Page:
Are resilience, robustness, agility and improvisation in policymaking all they’re cracked up to be?

Perri 6Perri 6
Professor in Public Management
Queen Mary University of London

Summary of article

After crises and disasters, pundits regularly write articles and books calling for more resilience in policymaking, and the Covid-19 pandemic has been an especially rich opportunity for advocates of resilience (e.g., Business project management jargon about ‘agility’ gets used to urge politicians and their advisers to do their policymaking more fluidly in response to constant change. In 2016, even the Cabinet Office joined in the fun, issuing guidance on agility in open policymaking. Some writers now advocate greater use of improvisation in policymaking. Others argue for ways of working among policymakers which can lead to policy designs that can withstand shocks – or robustness. Long advocated by the RAND Corporation as way of handling uncertainty, academics too are now urging greater efforts to pursue robustness

All good things, of course. Who would argue for ways of making decisions in government that don’t take into account the possibility of shocks and crises and mistakes, that don’t enable recovery, or that stand in the way of finding creative solutions?

But maybe all good things don’t go together. It’s long been recognised that robustness and resilience might be alternatives. But, depending on how we define these terms, perhaps all four styles can conflict with other.

To understand how and why they could conflict, we need to step back from the idea that it is policies themselves which are robust, resilient, agile or improvisatory. Rather, it is the styles of decision-making among policy-makers which drive the choice of whether to pursue policies that might work through thick and thin, to focus on recovery after setbacks, to pursue fluidity or to respond to difficulties with whatever comes to hand. These are styles of policymaking, and there is an extensive literature on styles of policymaking going back at least to Jeremy Richardson’s early work on that concept forty years ago, if not longer.

My recent article in Policy & Politics develops fresh theory to explain how and why policymakers might develop one of these styles. I argue that, when we understand why policymakers reach for these styles, it becomes much easier to understand the tensions between them. These styles are, I argue, cultivated among ministers and their advisers by the effect of the informal social relations and social ordering among them. Social processes, driven by the ways in which we are organised, tend to limit the number of styles that we can deploy at any one time. To understand these processes, I draw upon some classical work in anthropology which can be adapted to understand decision-making at the heart of government.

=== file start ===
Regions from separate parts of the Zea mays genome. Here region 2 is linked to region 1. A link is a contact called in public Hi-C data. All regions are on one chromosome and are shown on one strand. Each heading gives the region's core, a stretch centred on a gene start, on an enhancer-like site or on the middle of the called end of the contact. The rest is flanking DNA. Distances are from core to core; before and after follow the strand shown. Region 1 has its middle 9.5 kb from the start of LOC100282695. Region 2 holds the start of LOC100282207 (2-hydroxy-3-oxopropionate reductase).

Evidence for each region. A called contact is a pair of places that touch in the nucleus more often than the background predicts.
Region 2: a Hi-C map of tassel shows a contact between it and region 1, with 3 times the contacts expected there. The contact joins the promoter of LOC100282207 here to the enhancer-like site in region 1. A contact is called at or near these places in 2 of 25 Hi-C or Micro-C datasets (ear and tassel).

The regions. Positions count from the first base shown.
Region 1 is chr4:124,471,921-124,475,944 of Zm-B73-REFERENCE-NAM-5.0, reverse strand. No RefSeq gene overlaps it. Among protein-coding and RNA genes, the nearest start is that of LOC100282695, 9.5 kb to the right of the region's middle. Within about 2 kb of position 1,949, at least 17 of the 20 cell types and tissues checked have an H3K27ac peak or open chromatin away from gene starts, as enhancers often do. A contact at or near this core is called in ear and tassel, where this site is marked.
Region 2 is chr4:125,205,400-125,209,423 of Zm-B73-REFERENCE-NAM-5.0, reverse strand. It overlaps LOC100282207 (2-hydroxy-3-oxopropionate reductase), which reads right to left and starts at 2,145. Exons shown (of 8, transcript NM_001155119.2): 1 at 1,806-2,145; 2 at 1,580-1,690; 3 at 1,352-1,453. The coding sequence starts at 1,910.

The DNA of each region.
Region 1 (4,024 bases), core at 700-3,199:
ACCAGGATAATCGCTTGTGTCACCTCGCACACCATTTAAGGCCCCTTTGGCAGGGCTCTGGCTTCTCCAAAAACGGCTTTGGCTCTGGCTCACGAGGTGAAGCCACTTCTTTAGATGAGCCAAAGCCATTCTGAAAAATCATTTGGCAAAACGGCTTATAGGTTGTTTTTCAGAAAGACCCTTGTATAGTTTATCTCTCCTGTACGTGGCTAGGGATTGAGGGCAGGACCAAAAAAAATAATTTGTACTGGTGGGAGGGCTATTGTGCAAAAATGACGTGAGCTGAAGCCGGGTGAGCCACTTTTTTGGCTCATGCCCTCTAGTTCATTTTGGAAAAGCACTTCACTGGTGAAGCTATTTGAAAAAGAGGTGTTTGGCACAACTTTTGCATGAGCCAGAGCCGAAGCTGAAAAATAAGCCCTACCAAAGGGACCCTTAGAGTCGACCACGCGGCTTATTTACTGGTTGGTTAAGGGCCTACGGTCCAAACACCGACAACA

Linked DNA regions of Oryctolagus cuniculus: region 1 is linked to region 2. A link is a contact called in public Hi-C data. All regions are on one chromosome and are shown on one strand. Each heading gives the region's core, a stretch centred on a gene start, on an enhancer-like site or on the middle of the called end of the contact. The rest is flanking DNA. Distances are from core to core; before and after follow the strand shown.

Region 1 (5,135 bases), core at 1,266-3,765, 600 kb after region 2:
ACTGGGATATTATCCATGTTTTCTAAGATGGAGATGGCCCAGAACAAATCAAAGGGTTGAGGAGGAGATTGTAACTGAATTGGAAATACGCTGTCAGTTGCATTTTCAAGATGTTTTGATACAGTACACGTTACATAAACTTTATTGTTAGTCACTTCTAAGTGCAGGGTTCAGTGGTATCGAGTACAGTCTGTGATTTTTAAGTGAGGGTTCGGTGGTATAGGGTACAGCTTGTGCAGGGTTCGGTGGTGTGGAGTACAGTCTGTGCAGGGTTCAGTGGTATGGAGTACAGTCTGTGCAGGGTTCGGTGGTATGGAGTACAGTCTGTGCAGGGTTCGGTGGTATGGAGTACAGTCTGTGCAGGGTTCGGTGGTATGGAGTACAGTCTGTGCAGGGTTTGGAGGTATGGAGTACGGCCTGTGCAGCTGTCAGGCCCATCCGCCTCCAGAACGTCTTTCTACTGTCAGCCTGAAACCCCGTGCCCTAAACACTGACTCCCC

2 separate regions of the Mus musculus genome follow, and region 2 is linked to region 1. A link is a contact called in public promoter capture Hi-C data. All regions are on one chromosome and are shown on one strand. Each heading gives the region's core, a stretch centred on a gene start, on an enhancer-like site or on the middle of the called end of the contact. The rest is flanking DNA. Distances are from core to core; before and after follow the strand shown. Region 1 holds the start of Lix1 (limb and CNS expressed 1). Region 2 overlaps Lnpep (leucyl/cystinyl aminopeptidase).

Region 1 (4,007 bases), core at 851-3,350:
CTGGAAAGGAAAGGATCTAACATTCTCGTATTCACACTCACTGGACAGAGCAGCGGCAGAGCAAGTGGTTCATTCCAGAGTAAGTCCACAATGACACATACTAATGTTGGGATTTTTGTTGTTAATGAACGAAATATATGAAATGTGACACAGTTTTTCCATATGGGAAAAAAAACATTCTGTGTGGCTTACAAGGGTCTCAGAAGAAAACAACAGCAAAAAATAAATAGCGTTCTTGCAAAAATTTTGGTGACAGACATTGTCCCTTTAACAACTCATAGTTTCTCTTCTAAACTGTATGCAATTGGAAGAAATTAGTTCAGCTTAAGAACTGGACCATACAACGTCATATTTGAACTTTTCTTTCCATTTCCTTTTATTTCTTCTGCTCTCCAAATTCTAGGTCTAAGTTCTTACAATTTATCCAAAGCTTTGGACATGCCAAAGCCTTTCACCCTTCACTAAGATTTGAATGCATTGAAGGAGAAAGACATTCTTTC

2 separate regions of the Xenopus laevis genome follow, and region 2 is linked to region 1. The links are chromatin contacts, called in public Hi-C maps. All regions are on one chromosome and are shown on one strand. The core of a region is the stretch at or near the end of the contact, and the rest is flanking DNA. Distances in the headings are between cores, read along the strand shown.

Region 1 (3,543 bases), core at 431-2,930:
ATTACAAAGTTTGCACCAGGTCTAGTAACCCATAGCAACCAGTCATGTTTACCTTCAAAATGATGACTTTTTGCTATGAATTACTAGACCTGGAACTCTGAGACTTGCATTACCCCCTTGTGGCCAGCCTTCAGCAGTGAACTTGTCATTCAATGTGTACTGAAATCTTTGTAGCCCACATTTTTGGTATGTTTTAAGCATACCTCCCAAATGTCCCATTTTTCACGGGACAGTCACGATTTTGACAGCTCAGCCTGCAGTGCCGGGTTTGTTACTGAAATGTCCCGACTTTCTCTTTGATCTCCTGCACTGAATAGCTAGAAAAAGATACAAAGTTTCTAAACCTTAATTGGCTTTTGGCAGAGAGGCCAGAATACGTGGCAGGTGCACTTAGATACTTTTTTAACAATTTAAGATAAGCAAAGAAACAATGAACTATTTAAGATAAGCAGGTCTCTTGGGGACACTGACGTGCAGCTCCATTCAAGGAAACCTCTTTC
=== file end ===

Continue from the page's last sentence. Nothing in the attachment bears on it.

This anthropological approach can, my article shows, also help us to understand the weaknesses and limitations, respectively, of resilience, robustness, agility and improvisation. The forces of informal social organisation also explain how each of these styles decay, generating as many fresh anomalies as it can solve.

It is time to stop romanticising resilience, robustness, agility and improvisation. All good things do not go together. To understand the limits of these styles, we need to pay more attention to informal social ordering among policymakers, and the dynamics it unleashes.

You can read the original research in Policy & Politics

Perri6. (2022) Robust, resilient, agile and improvisatory styles in policymaking: the social organisation of anomaly, risk and policy decay Policy and Politics DOI:

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The views and opinions expressed on this blog site are solely those of the original blog post authors and other contributors. These views and opinions do not necessarily represent those of Policy & Politics, the Policy Press and/or any/all contributors to this site.

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